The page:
President Muhammadu Buhari has confirmed that bandits are rewarded with vehicles and money, while admonishing the states and local governments to review their policy which may “backfire with disastrous consequences”.
Peoples Gazette had exclusively reported how N800 million was ferried into the forest via Sheikh Gumi to secure the release of students and staff of a government school kidnapped in Kagara, Niger State. They were announced released Saturday morning.
“State Governments must review their policy of rewarding bandits with money and vehicles. Such a policy has the potential to backfire with disastrous consequences. States and local governments must also play their part by being proactive in improving security in and around schools,” Mr. Buhari said in a statement on Friday.
The president said his administration will not “succumb to blackmail by bandits and criminals who target innocent school students in the expectation of huge ransom payments.”
Mr. Buhari, who has overtime been criticised for his administration’s inability to curb security challenges, asked the bandits to shun illusions that they are more powerful than the government, while stressing that “they should not mistake our restraint for the humanitarian goals of protecting innocent lives as a weakness or a sign of fear or irresolution.”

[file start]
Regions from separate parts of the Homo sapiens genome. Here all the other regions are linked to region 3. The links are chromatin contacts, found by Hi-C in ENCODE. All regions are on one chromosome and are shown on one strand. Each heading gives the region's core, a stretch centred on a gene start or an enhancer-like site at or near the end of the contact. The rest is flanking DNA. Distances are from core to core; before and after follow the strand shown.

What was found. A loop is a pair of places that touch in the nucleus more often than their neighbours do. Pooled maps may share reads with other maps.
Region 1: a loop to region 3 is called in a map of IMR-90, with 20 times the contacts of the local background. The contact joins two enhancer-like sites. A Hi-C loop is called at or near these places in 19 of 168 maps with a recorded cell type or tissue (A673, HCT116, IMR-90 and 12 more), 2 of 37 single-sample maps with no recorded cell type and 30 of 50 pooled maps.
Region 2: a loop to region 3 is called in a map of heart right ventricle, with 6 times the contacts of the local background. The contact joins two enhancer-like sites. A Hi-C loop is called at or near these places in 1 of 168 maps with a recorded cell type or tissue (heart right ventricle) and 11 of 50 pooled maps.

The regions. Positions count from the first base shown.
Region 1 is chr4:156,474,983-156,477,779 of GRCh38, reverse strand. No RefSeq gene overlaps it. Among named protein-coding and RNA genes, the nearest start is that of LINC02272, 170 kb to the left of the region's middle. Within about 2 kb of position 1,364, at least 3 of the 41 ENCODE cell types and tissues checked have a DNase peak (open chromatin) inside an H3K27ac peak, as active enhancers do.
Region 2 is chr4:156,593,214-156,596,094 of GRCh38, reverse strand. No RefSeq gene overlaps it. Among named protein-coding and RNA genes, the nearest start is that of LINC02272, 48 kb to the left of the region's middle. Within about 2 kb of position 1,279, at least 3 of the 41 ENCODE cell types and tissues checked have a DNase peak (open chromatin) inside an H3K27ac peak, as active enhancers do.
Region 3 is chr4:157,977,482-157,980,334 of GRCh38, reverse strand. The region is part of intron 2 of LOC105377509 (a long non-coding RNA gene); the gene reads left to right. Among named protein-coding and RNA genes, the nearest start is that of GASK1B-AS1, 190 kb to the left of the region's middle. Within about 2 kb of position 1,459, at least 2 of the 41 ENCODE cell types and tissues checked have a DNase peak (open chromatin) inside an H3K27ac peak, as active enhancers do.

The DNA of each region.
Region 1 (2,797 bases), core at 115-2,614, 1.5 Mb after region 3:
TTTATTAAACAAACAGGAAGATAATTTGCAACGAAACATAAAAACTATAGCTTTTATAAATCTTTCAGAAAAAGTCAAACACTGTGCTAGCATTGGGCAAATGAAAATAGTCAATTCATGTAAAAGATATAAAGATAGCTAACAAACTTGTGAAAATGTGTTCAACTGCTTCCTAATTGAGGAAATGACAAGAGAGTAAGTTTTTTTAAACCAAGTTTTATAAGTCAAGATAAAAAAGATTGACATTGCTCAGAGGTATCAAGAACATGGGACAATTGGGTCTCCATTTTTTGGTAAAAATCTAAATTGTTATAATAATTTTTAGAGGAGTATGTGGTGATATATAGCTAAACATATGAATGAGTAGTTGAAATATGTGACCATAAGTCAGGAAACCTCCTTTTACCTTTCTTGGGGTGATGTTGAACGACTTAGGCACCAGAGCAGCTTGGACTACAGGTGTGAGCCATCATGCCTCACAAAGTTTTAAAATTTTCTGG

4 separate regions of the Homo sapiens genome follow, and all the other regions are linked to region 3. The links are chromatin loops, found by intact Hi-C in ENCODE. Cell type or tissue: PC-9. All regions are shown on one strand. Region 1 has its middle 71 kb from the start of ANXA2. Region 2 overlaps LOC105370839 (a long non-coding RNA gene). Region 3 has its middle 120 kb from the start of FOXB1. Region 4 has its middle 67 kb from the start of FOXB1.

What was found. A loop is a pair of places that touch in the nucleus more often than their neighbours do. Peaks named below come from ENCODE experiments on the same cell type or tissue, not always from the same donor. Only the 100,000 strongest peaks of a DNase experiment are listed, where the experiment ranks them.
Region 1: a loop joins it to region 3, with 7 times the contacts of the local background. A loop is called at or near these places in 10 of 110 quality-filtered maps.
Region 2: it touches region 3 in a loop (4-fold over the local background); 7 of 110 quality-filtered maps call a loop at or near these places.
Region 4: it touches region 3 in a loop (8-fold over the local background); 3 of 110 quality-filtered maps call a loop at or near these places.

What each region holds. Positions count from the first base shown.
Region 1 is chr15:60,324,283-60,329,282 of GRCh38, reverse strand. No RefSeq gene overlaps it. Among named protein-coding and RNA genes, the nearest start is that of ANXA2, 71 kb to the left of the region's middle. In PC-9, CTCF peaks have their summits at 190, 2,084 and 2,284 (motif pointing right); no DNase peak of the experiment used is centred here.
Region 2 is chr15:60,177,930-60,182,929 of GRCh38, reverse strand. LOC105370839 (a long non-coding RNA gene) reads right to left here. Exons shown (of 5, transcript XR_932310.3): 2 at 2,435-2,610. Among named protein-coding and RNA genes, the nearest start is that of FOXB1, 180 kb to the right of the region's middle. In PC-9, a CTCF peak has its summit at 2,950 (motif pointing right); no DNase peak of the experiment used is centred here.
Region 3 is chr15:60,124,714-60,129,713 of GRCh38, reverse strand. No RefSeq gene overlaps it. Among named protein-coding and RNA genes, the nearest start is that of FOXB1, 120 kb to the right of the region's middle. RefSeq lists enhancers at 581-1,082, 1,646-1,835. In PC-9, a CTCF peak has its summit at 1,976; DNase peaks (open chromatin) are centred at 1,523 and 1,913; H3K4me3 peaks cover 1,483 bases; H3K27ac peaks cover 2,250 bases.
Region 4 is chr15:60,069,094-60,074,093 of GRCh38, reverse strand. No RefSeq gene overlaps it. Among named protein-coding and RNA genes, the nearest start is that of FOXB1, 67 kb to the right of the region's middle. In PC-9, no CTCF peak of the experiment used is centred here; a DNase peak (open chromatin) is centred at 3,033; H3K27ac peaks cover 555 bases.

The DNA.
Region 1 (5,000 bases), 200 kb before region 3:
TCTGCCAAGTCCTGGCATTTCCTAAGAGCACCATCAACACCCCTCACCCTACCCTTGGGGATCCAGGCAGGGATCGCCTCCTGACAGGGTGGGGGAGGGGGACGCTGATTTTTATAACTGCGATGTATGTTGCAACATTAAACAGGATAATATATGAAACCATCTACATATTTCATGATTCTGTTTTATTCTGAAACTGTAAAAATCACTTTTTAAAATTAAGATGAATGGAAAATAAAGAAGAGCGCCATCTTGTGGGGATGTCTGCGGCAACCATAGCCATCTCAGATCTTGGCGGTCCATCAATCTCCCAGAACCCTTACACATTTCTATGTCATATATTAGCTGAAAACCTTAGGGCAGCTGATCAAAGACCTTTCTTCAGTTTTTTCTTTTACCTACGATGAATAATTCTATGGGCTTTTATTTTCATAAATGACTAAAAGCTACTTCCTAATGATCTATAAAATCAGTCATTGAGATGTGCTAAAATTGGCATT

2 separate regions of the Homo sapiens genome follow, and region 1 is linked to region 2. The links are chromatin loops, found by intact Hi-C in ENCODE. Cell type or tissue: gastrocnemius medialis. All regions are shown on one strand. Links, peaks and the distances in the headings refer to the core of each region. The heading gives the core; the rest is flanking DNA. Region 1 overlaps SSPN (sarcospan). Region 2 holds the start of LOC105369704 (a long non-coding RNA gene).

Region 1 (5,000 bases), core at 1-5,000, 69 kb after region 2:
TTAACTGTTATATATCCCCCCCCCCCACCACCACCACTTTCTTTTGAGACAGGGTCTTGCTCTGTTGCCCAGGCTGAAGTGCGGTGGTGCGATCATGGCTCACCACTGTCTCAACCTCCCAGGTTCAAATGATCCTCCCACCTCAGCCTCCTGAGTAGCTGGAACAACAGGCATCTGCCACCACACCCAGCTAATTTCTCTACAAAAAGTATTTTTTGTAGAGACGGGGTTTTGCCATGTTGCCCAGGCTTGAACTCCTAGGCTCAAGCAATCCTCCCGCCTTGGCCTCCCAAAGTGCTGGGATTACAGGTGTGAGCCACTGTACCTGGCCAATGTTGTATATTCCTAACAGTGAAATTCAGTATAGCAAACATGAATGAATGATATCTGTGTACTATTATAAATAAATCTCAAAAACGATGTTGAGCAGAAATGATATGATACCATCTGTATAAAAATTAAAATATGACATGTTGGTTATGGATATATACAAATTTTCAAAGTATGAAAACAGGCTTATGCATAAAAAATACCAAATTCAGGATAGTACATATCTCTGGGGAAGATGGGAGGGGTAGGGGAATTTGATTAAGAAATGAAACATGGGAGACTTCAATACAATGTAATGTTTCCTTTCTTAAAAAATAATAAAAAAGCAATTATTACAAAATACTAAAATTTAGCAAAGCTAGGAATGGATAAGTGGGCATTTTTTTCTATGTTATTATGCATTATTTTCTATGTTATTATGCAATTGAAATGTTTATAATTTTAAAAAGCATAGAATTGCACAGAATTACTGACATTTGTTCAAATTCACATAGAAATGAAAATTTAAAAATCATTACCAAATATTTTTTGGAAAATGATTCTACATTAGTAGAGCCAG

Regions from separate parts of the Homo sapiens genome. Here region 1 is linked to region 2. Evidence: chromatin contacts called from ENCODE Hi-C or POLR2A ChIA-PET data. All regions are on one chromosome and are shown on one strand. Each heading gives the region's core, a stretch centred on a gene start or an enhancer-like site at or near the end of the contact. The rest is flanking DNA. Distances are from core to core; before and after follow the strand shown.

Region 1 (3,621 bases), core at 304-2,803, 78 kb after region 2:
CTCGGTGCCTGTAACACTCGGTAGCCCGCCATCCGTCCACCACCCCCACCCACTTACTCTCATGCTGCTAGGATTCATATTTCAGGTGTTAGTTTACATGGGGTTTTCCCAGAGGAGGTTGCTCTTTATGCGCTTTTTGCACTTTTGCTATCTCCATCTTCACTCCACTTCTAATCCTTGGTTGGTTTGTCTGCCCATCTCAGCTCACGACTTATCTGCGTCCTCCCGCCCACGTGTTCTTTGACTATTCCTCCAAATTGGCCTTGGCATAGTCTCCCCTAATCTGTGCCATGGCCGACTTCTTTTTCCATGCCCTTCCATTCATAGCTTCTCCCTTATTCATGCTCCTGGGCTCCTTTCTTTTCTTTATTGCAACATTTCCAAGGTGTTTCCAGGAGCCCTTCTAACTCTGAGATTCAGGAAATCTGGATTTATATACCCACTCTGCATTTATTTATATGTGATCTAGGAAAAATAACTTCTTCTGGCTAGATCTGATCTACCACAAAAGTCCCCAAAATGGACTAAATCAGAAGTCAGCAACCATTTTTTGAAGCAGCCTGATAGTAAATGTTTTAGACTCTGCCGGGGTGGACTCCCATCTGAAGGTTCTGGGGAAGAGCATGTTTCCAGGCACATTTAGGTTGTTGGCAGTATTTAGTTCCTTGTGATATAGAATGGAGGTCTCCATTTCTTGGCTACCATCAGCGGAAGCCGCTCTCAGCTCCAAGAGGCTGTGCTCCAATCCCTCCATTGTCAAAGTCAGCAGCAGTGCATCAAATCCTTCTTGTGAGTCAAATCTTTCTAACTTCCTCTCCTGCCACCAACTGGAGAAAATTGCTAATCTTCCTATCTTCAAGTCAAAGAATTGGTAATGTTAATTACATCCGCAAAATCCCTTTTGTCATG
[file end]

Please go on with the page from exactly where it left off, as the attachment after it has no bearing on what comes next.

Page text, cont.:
He further challenged the states and local governments to be more proactive in protecting lives and properties, while also asking for a review on their policy of rewarding bandits with ransom.
Kidnap-for-ransom by bandits marauding communities across the country have become rife of late.
While families and associates are made to cough out ransoms for abducted private citizens, the gunmen target schools and government officials in anticipation for a hefty payday from the government.
In 2018, the UN confirmed that the Nigerian government paid “large ransoms” to secure the release of 111 school children from Dapchi in Borno. Yet, one of the girls, Leah Sharing, has not been released till date.
Information minister Lai Mohammed had claimed then that no ransom was paid, an assertion that the UN later put a lie to.
“In Nigeria, 111 schoolgirls from the town of Dapchi were kidnapped on February 18, 2018 and released by ISWAP on 21 March 2018 in exchange for a large ransom payment,” the UN announced in a release.
Weighing in on the president’s statement, political analyst, Ken Eluma-Asogwa, said Mr. Buhari’s open admission speaks volume.
“This is a huge indictment coming from the Commander-In-Chief. We need look no further to understand why this banditry has appeared seemingly intractable. I understand that, realistically speaking, governments at all levels try to engage kidnappers to ensure safe return of captives, but the allegation of procurement of operational vehicles for the terrorists by some state governments as alleged by no other person than the Commander-In-Chief leaves much to be desired. This goes beyond ordinary negotiations for release of victims; this is open admission to state sponsorship of terror. It speaks volumes,” Mr Eluma-Asogwa said.
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